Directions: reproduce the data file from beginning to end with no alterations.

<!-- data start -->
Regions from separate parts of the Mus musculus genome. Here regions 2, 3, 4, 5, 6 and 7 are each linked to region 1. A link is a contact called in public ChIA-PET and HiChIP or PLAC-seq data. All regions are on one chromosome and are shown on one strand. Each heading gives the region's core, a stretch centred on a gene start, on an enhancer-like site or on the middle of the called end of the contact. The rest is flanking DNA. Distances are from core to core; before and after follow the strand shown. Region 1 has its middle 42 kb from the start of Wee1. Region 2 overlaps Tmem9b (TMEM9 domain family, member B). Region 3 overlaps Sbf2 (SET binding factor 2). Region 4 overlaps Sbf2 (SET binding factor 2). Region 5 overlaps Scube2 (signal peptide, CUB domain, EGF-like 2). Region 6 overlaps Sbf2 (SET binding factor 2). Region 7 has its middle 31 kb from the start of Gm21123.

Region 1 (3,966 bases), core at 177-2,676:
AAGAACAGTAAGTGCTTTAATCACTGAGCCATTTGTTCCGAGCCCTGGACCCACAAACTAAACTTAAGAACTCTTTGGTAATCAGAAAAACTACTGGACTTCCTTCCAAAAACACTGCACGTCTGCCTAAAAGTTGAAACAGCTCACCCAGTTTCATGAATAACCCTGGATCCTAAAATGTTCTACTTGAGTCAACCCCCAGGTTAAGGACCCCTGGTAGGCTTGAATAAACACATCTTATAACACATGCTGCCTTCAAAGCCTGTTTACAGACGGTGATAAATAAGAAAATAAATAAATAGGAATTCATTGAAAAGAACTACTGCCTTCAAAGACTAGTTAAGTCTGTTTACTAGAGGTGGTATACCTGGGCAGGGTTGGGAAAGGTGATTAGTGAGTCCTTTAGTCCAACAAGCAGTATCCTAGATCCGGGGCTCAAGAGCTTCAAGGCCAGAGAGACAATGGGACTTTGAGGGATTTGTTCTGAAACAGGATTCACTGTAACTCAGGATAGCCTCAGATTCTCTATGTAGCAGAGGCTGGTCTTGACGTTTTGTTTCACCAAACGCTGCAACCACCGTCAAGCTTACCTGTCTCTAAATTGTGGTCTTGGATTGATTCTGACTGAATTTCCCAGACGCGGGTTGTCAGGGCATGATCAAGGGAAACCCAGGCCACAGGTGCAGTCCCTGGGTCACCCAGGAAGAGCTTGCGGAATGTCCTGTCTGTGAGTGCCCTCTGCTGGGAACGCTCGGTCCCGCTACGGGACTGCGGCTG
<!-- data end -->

Regions from separate parts of the Mus musculus genome. Here regions 2, 3, 4, 5, 6 and 7 are each linked to region 1. A link is a contact called in public ChIA-PET and HiChIP or PLAC-seq data. All regions are on one chromosome and are shown on one strand. Each heading gives the region's core, a stretch centred on a gene start, on an enhancer-like site or on the middle of the called end of the contact. The rest is flanking DNA. Distances are from core to core; before and after follow the strand shown. Region 1 has its middle 42 kb from the start of Wee1. Region 2 overlaps Tmem9b (TMEM9 domain family, member B). Region 3 overlaps Sbf2 (SET binding factor 2). Region 4 overlaps Sbf2 (SET binding factor 2). Region 5 overlaps Scube2 (signal peptide, CUB domain, EGF-like 2). Region 6 overlaps Sbf2 (SET binding factor 2). Region 7 has its middle 31 kb from the start of Gm21123.

Region 1 (3,966 bases), core at 177-2,676:
AAGAACAGTAAGTGCTTTAATCACTGAGCCATTTGTTCCGAGCCCTGGACCCACAAACTAAACTTAAGAACTCTTTGGTAATCAGAAAAACTACTGGACTTCCTTCCAAAAACACTGCACGTCTGCCTAAAAGTTGAAACAGCTCACCCAGTTTCATGAATAACCCTGGATCCTAAAATGTTCTACTTGAGTCAACCCCCAGGTTAAGGACCCCTGGTAGGCTTGAATAAACACATCTTATAACACATGCTGCCTTCAAAGCCTGTTTACAGACGGTGATAAATAAGAAAATAAATAAATAGGAATTCATTGAAAAGAACTACTGCCTTCAAAGACTAGTTAAGTCTGTTTACTAGAGGTGGTATACCTGGGCAGGGTTGGGAAAGGTGATTAGTGAGTCCTTTAGTCCAACAAGCAGTATCCTAGATCCGGGGCTCAAGAGCTTCAAGGCCAGAGAGACAATGGGACTTTGAGGGATTTGTTCTGAAACAGGATTCACTGTAACTCAGGATAGCCTCAGATTCTCTATGTAGCAGAGGCTGGTCTTGACGTTTTGTTTCACCAAACGCTGCAACCACCGTCAAGCTTACCTGTCTCTAAATTGTGGTCTTGGATTGATTCTGACTGAATTTCCCAGACGCGGGTTGTCAGGGCATGATCAAGGGAAACCCAGGCCACAGGTGCAGTCCCTGGGTCACCCAGGAAGAGCTTGCGGAATGTCCTGTCTGTGAGTGCCCTCTGCTGGGAACGCTCGGTCCCGCTACGGGACTGCGGCTG